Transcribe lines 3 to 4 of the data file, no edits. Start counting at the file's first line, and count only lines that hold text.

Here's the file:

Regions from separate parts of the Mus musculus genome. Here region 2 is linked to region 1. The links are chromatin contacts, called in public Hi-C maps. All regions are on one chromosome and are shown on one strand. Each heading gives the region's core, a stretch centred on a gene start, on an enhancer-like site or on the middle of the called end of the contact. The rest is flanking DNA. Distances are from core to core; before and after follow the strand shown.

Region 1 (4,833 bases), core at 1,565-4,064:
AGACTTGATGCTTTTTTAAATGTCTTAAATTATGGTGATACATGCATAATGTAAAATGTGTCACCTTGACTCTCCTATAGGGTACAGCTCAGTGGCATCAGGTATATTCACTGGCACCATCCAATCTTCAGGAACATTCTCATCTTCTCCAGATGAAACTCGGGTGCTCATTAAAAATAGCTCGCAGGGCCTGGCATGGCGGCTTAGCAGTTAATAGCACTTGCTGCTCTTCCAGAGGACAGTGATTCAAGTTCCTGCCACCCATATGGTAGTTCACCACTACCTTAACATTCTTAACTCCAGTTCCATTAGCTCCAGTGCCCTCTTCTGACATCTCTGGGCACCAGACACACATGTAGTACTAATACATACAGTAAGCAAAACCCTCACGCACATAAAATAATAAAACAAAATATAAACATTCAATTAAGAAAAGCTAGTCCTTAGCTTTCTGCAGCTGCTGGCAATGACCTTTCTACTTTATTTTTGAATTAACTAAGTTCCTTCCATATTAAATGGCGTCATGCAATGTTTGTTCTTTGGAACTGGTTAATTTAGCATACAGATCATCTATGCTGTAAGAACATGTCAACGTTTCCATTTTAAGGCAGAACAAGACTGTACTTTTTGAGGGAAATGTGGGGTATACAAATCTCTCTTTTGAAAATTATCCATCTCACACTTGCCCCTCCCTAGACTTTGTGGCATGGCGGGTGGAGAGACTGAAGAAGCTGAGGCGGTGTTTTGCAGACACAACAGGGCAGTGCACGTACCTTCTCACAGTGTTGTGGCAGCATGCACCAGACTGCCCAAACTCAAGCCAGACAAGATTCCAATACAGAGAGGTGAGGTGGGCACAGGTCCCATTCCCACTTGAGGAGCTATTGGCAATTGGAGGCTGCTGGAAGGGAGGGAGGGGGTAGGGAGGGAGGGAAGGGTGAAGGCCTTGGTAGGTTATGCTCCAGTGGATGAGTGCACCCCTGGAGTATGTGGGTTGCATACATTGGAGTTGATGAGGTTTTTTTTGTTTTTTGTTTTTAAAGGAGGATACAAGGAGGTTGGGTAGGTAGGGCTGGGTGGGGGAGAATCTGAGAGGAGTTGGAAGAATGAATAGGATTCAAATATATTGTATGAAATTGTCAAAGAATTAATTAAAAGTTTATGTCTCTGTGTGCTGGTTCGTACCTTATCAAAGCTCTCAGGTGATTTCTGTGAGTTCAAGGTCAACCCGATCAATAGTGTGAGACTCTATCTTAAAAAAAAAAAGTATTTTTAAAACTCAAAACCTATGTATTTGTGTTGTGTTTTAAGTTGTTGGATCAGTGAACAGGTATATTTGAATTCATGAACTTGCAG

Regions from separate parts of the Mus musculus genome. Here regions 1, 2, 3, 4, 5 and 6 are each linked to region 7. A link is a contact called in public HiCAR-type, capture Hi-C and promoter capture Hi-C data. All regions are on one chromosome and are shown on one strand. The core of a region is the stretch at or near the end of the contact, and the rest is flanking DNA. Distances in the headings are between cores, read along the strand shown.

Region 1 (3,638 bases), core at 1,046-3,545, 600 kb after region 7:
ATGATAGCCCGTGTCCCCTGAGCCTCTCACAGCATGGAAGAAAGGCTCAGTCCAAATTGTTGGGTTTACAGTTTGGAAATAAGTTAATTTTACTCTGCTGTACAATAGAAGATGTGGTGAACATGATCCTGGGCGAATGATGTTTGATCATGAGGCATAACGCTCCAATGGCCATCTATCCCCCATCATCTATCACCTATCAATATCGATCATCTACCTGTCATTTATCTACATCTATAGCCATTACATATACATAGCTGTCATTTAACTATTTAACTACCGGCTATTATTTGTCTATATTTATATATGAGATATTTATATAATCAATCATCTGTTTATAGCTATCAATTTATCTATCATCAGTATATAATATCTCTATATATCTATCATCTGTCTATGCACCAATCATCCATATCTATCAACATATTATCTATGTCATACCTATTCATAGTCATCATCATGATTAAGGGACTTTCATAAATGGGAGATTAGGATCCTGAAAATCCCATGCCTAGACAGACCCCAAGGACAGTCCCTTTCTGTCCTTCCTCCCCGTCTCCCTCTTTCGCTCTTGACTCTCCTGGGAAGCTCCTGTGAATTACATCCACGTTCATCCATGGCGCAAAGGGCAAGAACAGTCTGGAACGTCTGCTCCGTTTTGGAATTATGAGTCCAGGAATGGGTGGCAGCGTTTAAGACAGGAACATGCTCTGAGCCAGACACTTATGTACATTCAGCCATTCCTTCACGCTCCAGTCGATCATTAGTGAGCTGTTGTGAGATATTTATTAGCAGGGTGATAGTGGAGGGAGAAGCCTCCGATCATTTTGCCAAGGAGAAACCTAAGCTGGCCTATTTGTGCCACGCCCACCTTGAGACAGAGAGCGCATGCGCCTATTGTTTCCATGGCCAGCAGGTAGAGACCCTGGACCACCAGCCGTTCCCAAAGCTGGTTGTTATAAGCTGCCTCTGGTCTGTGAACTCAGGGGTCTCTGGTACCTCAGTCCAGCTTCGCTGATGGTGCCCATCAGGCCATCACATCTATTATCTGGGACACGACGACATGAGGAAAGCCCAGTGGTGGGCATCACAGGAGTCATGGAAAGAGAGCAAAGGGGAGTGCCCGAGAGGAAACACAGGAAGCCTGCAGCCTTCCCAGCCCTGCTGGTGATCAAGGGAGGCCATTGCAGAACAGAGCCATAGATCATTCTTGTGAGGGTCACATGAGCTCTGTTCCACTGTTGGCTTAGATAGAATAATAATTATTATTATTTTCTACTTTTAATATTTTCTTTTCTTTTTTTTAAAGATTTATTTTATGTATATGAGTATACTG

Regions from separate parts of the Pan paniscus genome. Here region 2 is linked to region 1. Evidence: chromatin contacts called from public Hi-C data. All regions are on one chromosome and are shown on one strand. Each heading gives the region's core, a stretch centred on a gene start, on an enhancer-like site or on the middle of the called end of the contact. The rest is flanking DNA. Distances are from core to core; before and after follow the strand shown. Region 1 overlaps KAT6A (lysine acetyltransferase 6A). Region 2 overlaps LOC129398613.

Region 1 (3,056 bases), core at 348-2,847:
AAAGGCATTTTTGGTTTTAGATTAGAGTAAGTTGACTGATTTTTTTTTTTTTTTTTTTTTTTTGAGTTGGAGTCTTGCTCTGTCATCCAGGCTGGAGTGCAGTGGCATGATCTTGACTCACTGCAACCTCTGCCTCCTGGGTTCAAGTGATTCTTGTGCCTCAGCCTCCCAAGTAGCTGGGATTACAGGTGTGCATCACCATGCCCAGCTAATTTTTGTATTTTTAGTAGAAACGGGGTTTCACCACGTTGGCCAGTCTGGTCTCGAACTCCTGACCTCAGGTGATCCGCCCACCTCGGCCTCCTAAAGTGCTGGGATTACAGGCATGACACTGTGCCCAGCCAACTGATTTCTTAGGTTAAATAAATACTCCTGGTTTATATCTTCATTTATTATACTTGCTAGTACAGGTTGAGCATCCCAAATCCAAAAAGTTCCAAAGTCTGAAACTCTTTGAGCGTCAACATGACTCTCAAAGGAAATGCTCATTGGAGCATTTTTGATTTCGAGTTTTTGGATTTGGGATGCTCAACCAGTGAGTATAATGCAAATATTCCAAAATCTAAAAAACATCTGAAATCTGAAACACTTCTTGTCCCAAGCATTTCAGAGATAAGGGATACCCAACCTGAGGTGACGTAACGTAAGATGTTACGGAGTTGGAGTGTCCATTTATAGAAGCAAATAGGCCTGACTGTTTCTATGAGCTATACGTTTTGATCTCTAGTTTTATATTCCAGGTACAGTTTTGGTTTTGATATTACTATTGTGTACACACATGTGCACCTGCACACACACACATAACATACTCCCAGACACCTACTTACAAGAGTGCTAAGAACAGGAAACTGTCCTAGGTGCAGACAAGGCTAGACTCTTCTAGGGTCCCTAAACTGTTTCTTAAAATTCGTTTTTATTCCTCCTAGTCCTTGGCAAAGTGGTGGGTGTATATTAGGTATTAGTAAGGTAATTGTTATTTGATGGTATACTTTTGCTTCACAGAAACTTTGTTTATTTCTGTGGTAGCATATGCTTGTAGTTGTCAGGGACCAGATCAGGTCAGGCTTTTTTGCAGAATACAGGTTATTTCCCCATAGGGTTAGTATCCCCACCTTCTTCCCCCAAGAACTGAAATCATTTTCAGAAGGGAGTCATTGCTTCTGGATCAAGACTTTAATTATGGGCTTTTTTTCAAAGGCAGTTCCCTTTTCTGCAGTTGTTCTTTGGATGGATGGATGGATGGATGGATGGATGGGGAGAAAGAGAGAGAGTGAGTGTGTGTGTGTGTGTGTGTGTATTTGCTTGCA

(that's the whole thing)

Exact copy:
AGACTTGATGCTTTTTTAAATGTCTTAAATTATGGTGATACATGCATAATGTAAAATGTGTCACCTTGACTCTCCTATAGGGTACAGCTCAGTGGCATCAGGTATATTCACTGGCACCATCCAATCTTCAGGAACATTCTCATCTTCTCCAGATGAAACTCGGGTGCTCATTAAAAATAGCTCGCAGGGCCTGGCATGGCGGCTTAGCAGTTAATAGCACTTGCTGCTCTTCCAGAGGACAGTGATTCAAGTTCCTGCCACCCATATGGTAGTTCACCACTACCTTAACATTCTTAACTCCAGTTCCATTAGCTCCAGTGCCCTCTTCTGACATCTCTGGGCACCAGACACACATGTAGTACTAATACATACAGTAAGCAAAACCCTCACGCACATAAAATAATAAAACAAAATATAAACATTCAATTAAGAAAAGCTAGTCCTTAGCTTTCTGCAGCTGCTGGCAATGACCTTTCTACTTTATTTTTGAATTAACTAAGTTCCTTCCATATTAAATGGCGTCATGCAATGTTTGTTCTTTGGAACTGGTTAATTTAGCATACAGATCATCTATGCTGTAAGAACATGTCAACGTTTCCATTTTAAGGCAGAACAAGACTGTACTTTTTGAGGGAAATGTGGGGTATACAAATCTCTCTTTTGAAAATTATCCATCTCACACTTGCCCCTCCCTAGACTTTGTGGCATGGCGGGTGGAGAGACTGAAGAAGCTGAGGCGGTGTTTTGCAGACACAACAGGGCAGTGCACGTACCTTCTCACAGTGTTGTGGCAGCATGCACCAGACTGCCCAAACTCAAGCCAGACAAGATTCCAATACAGAGAGGTGAGGTGGGCACAGGTCCCATTCCCACTTGAGGAGCTATTGGCAATTGGAGGCTGCTGGAAGGGAGGGAGGGGGTAGGGAGGGAGGGAAGGGTGAAGGCCTTGGTAGGTTATGCTCCAGTGGATGAGTGCACCCCTGGAGTATGTGGGTTGCATACATTGGAGTTGATGAGGTTTTTTTTGTTTTTTGTTTTTAAAGGAGGATACAAGGAGGTTGGGTAGGTAGGGCTGGGTGGGGGAGAATCTGAGAGGAGTTGGAAGAATGAATAGGATTCAAATATATTGTATGAAATTGTCAAAGAATTAATTAAAAGTTTATGTCTCTGTGTGCTGGTTCGTACCTTATCAAAGCTCTCAGGTGATTTCTGTGAGTTCAAGGTCAACCCGATCAATAGTGTGAGACTCTATCTTAAAAAAAAAAAGTATTTTTAAAACTCAAAACCTATGTATTTGTGTTGTGTTTTAAGTTGTTGGATCAGTGAACAGGTATATTTGAATTCATGAACTTGCAG

Regions from separate parts of the Mus musculus genome. Here regions 1, 2, 3, 4, 5 and 6 are each linked to region 7. A link is a contact called in public HiCAR-type, capture Hi-C and promoter capture Hi-C data. All regions are on one chromosome and are shown on one strand. The core of a region is the stretch at or near the end of the contact, and the rest is flanking DNA. Distances in the headings are between cores, read along the strand shown.